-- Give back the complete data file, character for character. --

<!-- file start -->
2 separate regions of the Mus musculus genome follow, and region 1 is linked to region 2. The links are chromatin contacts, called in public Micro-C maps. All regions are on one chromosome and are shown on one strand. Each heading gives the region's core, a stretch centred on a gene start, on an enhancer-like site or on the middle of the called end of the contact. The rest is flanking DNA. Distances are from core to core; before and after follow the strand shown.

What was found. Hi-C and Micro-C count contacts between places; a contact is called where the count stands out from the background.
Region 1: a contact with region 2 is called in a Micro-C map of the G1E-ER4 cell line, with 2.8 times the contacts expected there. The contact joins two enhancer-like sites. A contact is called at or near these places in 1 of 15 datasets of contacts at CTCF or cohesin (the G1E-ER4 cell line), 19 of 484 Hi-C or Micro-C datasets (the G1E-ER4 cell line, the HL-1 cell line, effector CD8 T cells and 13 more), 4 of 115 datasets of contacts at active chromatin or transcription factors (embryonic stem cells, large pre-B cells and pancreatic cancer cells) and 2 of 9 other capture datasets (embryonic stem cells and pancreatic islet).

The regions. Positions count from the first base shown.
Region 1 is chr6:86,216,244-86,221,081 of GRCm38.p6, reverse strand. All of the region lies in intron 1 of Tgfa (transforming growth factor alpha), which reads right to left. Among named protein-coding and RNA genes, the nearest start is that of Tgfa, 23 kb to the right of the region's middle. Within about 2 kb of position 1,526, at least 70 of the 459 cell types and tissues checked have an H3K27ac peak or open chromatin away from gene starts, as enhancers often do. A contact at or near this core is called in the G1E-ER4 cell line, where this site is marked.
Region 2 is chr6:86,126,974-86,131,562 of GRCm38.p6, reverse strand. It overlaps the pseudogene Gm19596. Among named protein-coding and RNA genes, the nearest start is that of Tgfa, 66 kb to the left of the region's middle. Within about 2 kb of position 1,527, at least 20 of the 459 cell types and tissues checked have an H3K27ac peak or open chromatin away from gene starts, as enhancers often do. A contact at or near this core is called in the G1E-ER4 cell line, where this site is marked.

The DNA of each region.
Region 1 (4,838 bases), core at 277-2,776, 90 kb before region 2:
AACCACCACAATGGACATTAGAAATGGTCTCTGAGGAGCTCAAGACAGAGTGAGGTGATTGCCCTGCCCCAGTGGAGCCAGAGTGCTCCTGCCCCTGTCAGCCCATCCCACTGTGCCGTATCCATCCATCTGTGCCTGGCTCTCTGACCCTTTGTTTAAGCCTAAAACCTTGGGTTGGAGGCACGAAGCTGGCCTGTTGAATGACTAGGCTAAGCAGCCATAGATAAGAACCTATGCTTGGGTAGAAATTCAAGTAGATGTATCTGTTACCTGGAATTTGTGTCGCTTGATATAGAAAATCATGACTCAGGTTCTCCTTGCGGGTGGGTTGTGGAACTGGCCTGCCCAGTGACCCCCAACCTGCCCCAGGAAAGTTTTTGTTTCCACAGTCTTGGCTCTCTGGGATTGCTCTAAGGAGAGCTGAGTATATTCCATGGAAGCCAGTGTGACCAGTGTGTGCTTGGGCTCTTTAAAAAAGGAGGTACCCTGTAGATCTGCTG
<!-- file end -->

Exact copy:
2 separate regions of the Mus musculus genome follow, and region 1 is linked to region 2. The links are chromatin contacts, called in public Micro-C maps. All regions are on one chromosome and are shown on one strand. Each heading gives the region's core, a stretch centred on a gene start, on an enhancer-like site or on the middle of the called end of the contact. The rest is flanking DNA. Distances are from core to core; before and after follow the strand shown.

What was found. Hi-C and Micro-C count contacts between places; a contact is called where the count stands out from the background.
Region 1: a contact with region 2 is called in a Micro-C map of the G1E-ER4 cell line, with 2.8 times the contacts expected there. The contact joins two enhancer-like sites. A contact is called at or near these places in 1 of 15 datasets of contacts at CTCF or cohesin (the G1E-ER4 cell line), 19 of 484 Hi-C or Micro-C datasets (the G1E-ER4 cell line, the HL-1 cell line, effector CD8 T cells and 13 more), 4 of 115 datasets of contacts at active chromatin or transcription factors (embryonic stem cells, large pre-B cells and pancreatic cancer cells) and 2 of 9 other capture datasets (embryonic stem cells and pancreatic islet).

The regions. Positions count from the first base shown.
Region 1 is chr6:86,216,244-86,221,081 of GRCm38.p6, reverse strand. All of the region lies in intron 1 of Tgfa (transforming growth factor alpha), which reads right to left. Among named protein-coding and RNA genes, the nearest start is that of Tgfa, 23 kb to the right of the region's middle. Within about 2 kb of position 1,526, at least 70 of the 459 cell types and tissues checked have an H3K27ac peak or open chromatin away from gene starts, as enhancers often do. A contact at or near this core is called in the G1E-ER4 cell line, where this site is marked.
Region 2 is chr6:86,126,974-86,131,562 of GRCm38.p6, reverse strand. It overlaps the pseudogene Gm19596. Among named protein-coding and RNA genes, the nearest start is that of Tgfa, 66 kb to the left of the region's middle. Within about 2 kb of position 1,527, at least 20 of the 459 cell types and tissues checked have an H3K27ac peak or open chromatin away from gene starts, as enhancers often do. A contact at or near this core is called in the G1E-ER4 cell line, where this site is marked.

The DNA of each region.
Region 1 (4,838 bases), core at 277-2,776, 90 kb before region 2:
AACCACCACAATGGACATTAGAAATGGTCTCTGAGGAGCTCAAGACAGAGTGAGGTGATTGCCCTGCCCCAGTGGAGCCAGAGTGCTCCTGCCCCTGTCAGCCCATCCCACTGTGCCGTATCCATCCATCTGTGCCTGGCTCTCTGACCCTTTGTTTAAGCCTAAAACCTTGGGTTGGAGGCACGAAGCTGGCCTGTTGAATGACTAGGCTAAGCAGCCATAGATAAGAACCTATGCTTGGGTAGAAATTCAAGTAGATGTATCTGTTACCTGGAATTTGTGTCGCTTGATATAGAAAATCATGACTCAGGTTCTCCTTGCGGGTGGGTTGTGGAACTGGCCTGCCCAGTGACCCCCAACCTGCCCCAGGAAAGTTTTTGTTTCCACAGTCTTGGCTCTCTGGGATTGCTCTAAGGAGAGCTGAGTATATTCCATGGAAGCCAGTGTGACCAGTGTGTGCTTGGGCTCTTTAAAAAAGGAGGTACCCTGTAGATCTGCTG